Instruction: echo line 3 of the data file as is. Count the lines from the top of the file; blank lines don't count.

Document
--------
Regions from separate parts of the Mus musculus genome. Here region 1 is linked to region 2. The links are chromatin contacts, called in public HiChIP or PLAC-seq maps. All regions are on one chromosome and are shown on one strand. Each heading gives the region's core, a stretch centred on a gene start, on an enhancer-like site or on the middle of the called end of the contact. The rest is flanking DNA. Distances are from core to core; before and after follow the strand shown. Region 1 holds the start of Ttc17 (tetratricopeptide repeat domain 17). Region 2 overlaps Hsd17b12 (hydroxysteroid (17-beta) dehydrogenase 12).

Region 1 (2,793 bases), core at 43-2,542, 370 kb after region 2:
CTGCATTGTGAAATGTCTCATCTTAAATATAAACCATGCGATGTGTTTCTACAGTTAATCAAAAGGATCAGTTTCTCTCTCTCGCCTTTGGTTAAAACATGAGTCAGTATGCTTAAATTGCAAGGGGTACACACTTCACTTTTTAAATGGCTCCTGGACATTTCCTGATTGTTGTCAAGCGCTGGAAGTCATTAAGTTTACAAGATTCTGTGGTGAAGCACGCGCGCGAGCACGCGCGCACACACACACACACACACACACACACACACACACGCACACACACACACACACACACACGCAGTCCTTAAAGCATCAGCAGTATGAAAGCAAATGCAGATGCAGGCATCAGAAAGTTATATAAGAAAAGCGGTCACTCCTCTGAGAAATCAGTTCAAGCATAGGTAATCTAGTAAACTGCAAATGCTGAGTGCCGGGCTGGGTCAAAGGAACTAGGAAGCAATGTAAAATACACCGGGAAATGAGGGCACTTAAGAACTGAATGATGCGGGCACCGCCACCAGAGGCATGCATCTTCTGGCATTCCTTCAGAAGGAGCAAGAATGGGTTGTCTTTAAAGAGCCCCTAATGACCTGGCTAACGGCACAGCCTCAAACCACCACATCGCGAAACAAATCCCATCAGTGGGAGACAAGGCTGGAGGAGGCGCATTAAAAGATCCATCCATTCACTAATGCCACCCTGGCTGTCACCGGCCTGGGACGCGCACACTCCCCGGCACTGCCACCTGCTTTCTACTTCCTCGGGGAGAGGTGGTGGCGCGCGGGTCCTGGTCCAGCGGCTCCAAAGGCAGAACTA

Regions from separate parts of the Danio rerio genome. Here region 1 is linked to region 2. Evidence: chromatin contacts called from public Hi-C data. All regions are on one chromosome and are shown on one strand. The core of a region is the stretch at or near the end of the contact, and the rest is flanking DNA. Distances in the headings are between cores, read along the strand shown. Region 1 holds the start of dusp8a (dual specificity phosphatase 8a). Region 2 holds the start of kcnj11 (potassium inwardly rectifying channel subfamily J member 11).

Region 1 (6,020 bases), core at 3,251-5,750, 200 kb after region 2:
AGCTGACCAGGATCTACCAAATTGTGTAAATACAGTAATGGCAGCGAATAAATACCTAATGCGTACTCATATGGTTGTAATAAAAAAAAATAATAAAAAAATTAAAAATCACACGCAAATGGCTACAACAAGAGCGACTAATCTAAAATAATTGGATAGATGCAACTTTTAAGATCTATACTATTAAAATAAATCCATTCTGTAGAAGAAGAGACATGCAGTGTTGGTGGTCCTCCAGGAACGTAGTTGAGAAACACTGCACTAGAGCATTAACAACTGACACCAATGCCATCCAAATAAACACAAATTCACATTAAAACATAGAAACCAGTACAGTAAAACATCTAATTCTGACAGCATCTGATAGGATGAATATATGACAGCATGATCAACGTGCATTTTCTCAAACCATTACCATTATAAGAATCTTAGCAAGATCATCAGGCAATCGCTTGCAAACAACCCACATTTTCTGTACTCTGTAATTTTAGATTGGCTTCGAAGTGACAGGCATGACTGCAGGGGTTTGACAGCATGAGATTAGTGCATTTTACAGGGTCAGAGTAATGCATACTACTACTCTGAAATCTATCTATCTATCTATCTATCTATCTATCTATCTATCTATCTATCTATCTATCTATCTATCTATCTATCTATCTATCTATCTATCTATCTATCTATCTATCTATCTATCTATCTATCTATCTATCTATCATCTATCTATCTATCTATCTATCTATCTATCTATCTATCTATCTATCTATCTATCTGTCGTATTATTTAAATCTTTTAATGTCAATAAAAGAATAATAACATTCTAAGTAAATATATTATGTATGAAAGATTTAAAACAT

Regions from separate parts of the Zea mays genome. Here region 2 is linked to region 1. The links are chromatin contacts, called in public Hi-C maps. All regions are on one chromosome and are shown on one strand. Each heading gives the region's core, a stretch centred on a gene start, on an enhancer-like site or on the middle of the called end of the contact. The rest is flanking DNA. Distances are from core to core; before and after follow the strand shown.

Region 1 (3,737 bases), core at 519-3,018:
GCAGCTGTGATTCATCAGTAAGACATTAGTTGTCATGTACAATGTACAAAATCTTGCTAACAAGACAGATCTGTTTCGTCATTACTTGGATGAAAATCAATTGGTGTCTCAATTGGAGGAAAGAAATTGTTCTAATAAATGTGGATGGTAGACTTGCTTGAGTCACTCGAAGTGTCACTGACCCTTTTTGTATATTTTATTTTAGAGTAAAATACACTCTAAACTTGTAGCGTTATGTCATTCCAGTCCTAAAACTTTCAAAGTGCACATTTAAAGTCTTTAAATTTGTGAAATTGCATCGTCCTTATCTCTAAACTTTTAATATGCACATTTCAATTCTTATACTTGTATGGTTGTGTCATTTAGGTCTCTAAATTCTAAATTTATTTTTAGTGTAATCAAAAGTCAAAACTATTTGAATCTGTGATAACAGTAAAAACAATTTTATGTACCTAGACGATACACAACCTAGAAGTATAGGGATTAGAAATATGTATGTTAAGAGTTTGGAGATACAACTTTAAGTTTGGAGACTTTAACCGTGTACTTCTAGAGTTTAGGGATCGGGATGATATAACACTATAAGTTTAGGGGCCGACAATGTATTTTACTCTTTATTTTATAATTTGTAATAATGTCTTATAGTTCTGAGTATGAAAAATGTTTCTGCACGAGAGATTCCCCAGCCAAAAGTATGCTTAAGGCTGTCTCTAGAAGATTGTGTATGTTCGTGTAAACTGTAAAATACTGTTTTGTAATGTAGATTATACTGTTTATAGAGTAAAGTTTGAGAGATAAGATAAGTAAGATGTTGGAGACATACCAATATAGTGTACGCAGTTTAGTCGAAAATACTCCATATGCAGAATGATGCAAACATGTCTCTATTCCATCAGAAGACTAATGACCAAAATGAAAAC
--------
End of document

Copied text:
CTGCATTGTGAAATGTCTCATCTTAAATATAAACCATGCGATGTGTTTCTACAGTTAATCAAAAGGATCAGTTTCTCTCTCTCGCCTTTGGTTAAAACATGAGTCAGTATGCTTAAATTGCAAGGGGTACACACTTCACTTTTTAAATGGCTCCTGGACATTTCCTGATTGTTGTCAAGCGCTGGAAGTCATTAAGTTTACAAGATTCTGTGGTGAAGCACGCGCGCGAGCACGCGCGCACACACACACACACACACACACACACACACACACGCACACACACACACACACACACACGCAGTCCTTAAAGCATCAGCAGTATGAAAGCAAATGCAGATGCAGGCATCAGAAAGTTATATAAGAAAAGCGGTCACTCCTCTGAGAAATCAGTTCAAGCATAGGTAATCTAGTAAACTGCAAATGCTGAGTGCCGGGCTGGGTCAAAGGAACTAGGAAGCAATGTAAAATACACCGGGAAATGAGGGCACTTAAGAACTGAATGATGCGGGCACCGCCACCAGAGGCATGCATCTTCTGGCATTCCTTCAGAAGGAGCAAGAATGGGTTGTCTTTAAAGAGCCCCTAATGACCTGGCTAACGGCACAGCCTCAAACCACCACATCGCGAAACAAATCCCATCAGTGGGAGACAAGGCTGGAGGAGGCGCATTAAAAGATCCATCCATTCACTAATGCCACCCTGGCTGTCACCGGCCTGGGACGCGCACACTCCCCGGCACTGCCACCTGCTTTCTACTTCCTCGGGGAGAGGTGGTGGCGCGCGGGTCCTGGTCCAGCGGCTCCAAAGGCAGAACTA